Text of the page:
CLEVELAND (WJW)– The Better Business Bureau Serving Greater Cleveland is warning people of the dangers of buying a puppy online, especially during the holidays.

The BBB said the demand for “quarantine puppies” amid the pandemic increased, along with a spike in scams.

Pet scams, where would-be owners pay hundreds of dollars for an animal that often times doesn’t exist, made up 35 percent of all online purchase scams this year, according to the BBB. These scammers refuse to let the buyer see the pet beforehand, sometimes citing COVID-19 as a reason for not meeting.

These scammers are particularly active around Christmas, using pictures of puppies in Santa hats.

A North Canton woman reported she was conned after seeing a puppy on Facebook. She told the BBB the scammer asked $850 for a dachshund puppy with a $300 deposit.

The victim said she mad, “Many attempts through PayPal, to many different emails. The next day PayPal shut my account down after several attempts that did not go through, the next morning we tried again and he had me send it through Zelle.” She realized it was fake when the alleged breeder asked for another $400 to transfer ownership of the dog.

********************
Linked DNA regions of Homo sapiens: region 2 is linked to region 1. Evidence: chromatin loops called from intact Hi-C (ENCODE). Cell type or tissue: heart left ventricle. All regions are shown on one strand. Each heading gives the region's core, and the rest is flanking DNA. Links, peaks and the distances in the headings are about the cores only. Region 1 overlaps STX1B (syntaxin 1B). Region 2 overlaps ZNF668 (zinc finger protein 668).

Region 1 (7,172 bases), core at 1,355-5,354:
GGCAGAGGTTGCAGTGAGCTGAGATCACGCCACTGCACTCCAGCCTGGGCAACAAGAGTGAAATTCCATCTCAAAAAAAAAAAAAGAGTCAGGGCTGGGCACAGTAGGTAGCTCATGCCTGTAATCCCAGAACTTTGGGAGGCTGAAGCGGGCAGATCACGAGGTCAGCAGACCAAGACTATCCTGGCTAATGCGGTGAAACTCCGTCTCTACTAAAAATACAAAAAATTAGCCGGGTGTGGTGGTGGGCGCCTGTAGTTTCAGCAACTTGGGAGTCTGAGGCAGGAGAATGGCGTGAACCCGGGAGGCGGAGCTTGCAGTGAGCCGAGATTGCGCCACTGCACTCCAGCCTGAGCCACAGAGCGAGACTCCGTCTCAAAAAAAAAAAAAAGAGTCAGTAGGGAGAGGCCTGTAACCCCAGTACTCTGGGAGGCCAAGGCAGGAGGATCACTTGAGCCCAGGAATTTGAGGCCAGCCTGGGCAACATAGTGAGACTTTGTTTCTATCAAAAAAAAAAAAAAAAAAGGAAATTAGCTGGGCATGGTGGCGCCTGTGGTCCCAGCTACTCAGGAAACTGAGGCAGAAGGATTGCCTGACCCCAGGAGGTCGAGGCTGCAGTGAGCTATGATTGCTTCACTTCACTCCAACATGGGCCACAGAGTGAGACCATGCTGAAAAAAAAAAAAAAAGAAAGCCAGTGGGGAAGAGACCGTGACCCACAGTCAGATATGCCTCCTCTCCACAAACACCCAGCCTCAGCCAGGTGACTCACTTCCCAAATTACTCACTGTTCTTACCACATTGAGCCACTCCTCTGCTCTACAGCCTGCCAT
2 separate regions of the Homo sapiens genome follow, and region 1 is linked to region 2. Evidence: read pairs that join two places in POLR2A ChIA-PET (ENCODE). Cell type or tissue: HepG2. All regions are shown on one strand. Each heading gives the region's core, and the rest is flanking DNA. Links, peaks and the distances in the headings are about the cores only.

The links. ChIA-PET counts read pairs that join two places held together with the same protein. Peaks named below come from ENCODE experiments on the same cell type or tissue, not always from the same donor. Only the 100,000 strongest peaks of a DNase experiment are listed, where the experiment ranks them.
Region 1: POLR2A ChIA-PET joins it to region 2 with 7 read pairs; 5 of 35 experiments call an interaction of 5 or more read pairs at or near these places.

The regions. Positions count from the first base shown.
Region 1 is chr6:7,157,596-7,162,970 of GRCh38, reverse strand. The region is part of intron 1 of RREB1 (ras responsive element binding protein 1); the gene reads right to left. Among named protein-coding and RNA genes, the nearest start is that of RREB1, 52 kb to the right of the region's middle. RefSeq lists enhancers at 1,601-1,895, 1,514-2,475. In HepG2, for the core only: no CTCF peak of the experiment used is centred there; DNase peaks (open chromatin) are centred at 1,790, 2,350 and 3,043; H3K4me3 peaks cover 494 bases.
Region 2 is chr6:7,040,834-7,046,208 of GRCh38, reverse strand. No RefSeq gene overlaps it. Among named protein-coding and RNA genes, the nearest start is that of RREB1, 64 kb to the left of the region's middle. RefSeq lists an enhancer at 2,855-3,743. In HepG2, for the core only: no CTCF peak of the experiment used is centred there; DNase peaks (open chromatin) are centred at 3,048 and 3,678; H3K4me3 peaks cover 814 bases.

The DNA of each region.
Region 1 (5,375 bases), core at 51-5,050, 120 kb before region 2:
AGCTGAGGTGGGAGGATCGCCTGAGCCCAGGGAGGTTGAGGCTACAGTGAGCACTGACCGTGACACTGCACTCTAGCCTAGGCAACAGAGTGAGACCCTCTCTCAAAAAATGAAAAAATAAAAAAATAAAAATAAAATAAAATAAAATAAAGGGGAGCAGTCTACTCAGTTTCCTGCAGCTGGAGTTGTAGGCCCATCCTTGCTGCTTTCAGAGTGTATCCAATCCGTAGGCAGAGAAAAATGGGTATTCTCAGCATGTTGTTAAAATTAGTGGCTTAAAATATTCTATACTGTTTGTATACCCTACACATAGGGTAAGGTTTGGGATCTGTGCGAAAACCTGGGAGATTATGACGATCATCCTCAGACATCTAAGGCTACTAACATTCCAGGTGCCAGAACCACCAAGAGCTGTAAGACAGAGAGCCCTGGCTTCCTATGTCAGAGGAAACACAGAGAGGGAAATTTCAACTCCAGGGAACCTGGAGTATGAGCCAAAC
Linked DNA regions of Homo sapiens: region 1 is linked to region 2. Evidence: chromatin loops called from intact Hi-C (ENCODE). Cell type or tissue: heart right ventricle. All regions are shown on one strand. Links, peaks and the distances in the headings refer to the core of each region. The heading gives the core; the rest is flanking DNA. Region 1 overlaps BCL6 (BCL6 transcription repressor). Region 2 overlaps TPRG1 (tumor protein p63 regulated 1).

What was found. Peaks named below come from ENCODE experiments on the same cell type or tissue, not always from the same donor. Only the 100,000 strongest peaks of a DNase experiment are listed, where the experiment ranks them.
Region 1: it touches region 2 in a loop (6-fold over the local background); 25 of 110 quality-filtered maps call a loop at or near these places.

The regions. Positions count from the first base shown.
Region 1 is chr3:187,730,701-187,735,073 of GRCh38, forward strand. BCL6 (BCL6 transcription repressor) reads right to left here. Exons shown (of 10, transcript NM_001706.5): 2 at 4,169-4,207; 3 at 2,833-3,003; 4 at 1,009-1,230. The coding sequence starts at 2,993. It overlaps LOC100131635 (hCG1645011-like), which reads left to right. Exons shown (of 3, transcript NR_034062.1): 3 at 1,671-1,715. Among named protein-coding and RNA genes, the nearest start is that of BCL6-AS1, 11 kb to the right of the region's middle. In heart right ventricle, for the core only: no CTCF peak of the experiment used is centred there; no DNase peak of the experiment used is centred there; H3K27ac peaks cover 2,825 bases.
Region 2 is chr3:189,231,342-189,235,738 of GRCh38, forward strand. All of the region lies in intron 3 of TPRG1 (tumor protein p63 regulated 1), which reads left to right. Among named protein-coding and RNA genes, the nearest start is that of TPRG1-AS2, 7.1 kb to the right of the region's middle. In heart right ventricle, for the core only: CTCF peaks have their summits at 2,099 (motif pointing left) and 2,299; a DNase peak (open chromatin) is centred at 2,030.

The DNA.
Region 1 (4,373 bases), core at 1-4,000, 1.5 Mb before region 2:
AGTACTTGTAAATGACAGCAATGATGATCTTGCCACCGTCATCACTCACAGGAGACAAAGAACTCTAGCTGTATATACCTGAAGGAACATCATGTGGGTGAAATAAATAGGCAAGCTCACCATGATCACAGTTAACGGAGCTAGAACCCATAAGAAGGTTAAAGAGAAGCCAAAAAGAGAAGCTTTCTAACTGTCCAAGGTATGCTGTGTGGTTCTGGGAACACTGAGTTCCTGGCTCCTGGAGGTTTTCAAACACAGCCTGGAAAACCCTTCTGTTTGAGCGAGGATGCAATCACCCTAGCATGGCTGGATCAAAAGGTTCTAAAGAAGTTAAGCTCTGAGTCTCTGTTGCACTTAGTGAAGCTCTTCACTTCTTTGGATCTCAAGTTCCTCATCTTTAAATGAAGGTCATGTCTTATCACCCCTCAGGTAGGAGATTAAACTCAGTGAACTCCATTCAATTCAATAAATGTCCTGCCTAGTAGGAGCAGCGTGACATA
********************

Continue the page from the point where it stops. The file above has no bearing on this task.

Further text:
The BBB offers these tips:

  • Don’t purchase puppies sight unseen: See the pet in person before paying any money. In light of the COVID-19 pandemic, consider a video call with the seller so you can see the seller and the actual pet for sale. Since scammers are not likely to comply with the request, this may help avoid a scam.
     
  • Do a reverse image search of animal pictures: Conduct a reverse image search for photographs on the internet by using sites such as Google or TinEye.com. Search pictures of the pet you are considering. Be careful if the same picture appears on multiple websites, because you may be dealing with fraud. 
     
  • Use a credit card when possible: Scammers increasingly ask for payment through untraceable cash apps such as Zelle, Google Pay, Cash App, Venmo, and Apple Pay. Instead, use a credit card or PayPal in case you need to dispute the charges later and never pay a breeder with a money order.
     
  • Search for previous complaints: Research the business at bbb.org. Also, do a Google search of the business name followed by “complaints,” “reviews,” or “scam” and see what pops up. If you find other people have been cheated by this business, steer clear.